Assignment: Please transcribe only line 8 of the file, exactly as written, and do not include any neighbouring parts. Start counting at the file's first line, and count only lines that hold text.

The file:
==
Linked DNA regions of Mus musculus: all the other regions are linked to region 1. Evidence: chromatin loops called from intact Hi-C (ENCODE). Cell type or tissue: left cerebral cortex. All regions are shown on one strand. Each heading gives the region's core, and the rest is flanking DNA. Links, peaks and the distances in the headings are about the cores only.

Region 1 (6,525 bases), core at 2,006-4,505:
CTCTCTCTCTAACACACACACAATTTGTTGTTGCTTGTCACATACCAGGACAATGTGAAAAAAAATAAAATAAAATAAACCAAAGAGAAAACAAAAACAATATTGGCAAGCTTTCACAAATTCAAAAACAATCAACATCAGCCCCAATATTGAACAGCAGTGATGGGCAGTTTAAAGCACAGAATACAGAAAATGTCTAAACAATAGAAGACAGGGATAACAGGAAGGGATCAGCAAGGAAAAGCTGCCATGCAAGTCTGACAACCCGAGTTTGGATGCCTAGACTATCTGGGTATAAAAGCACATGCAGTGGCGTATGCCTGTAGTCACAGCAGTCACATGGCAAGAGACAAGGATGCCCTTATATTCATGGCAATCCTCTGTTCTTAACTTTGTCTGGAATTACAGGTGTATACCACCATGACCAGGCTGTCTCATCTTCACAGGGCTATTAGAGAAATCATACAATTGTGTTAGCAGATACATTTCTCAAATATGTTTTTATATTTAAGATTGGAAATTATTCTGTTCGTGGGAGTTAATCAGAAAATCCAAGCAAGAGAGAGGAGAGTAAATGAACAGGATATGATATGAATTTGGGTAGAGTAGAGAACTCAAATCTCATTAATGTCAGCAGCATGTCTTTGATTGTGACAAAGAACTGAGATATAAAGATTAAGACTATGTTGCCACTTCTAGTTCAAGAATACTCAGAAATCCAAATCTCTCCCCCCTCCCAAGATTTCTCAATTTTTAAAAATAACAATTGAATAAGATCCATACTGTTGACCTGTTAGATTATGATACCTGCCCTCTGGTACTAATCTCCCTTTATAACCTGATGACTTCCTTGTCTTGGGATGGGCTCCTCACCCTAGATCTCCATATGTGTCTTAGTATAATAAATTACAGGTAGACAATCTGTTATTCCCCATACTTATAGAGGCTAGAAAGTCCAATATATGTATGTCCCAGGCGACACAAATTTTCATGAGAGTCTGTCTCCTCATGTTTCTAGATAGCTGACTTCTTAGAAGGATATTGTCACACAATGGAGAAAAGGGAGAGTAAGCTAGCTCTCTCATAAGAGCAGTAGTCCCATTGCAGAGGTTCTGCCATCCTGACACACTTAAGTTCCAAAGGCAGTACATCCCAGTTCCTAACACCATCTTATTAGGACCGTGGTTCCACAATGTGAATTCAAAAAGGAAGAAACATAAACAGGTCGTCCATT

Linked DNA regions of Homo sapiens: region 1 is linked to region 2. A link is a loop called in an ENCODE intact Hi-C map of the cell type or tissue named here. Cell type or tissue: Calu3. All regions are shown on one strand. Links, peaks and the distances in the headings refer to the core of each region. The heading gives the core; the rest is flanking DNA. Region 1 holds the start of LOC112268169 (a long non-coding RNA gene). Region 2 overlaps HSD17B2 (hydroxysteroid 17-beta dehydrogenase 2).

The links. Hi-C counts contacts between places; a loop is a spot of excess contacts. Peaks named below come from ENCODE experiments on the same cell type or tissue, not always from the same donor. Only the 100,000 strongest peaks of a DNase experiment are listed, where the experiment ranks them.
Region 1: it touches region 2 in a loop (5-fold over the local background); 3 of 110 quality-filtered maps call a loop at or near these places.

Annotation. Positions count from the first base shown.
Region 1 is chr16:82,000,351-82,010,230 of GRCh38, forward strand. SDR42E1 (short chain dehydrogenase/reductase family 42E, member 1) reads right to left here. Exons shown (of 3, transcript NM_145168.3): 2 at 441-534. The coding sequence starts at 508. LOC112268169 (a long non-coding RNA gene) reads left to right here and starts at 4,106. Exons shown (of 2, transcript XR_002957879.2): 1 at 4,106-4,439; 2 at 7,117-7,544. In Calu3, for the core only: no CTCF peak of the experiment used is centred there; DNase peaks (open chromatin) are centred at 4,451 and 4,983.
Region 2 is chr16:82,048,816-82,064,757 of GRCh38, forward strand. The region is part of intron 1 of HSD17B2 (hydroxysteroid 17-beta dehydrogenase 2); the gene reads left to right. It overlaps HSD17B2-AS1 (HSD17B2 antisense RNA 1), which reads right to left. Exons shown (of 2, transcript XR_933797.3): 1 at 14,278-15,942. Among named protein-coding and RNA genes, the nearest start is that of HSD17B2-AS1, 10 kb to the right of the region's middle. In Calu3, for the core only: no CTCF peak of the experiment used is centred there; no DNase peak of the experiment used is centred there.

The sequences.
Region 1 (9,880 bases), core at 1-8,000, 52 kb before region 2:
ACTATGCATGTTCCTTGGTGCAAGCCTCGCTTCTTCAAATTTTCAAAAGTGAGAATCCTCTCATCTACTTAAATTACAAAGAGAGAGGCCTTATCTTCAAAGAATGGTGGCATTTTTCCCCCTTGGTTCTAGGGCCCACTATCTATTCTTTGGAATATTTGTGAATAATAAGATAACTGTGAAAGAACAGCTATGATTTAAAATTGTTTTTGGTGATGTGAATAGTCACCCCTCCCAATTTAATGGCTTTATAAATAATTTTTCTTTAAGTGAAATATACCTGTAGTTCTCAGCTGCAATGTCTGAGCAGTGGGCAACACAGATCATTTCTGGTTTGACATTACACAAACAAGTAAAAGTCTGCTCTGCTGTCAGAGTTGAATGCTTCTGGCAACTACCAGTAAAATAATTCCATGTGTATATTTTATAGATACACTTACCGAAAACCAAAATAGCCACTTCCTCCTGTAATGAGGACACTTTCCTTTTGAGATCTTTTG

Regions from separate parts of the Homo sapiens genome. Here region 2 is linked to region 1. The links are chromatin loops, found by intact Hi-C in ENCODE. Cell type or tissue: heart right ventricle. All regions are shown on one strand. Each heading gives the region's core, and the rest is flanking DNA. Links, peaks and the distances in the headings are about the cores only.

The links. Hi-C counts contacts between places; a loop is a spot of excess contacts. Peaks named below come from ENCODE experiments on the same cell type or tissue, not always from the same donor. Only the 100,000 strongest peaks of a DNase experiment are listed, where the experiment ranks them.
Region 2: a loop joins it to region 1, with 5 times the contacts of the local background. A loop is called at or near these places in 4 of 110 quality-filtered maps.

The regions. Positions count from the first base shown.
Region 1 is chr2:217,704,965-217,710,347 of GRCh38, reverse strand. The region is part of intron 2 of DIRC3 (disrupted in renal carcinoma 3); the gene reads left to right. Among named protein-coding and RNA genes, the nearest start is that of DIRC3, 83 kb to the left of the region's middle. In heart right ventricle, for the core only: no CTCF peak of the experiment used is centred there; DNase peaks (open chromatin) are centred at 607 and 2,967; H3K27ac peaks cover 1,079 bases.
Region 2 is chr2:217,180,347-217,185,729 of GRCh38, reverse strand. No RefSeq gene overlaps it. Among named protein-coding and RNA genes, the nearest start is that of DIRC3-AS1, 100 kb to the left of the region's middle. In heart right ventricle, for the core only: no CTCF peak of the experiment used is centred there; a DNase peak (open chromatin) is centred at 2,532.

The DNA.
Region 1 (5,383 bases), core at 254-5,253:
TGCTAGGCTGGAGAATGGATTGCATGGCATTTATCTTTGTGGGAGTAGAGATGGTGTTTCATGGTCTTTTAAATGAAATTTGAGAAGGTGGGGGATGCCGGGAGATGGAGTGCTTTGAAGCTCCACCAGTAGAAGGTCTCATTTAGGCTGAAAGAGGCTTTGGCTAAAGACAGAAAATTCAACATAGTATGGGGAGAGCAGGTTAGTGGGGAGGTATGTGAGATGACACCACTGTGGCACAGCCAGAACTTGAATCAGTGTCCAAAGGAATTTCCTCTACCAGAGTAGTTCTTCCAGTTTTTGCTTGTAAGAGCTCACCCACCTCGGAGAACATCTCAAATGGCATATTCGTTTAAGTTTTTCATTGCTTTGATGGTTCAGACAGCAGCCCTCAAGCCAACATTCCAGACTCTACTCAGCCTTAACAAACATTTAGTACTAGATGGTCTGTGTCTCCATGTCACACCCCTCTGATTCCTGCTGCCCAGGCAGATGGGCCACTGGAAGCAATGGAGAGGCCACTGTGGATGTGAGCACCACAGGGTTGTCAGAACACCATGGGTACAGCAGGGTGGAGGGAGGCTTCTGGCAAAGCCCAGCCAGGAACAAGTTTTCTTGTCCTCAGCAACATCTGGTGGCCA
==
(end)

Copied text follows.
Region 1 is chr16:82,000,351-82,010,230 of GRCh38, forward strand. SDR42E1 (short chain dehydrogenase/reductase family 42E, member 1) reads right to left here. Exons shown (of 3, transcript NM_145168.3): 2 at 441-534. The coding sequence starts at 508. LOC112268169 (a long non-coding RNA gene) reads left to right here and starts at 4,106. Exons shown (of 2, transcript XR_002957879.2): 1 at 4,106-4,439; 2 at 7,117-7,544. In Calu3, for the core only: no CTCF peak of the experiment used is centred there; DNase peaks (open chromatin) are centred at 4,451 and 4,983.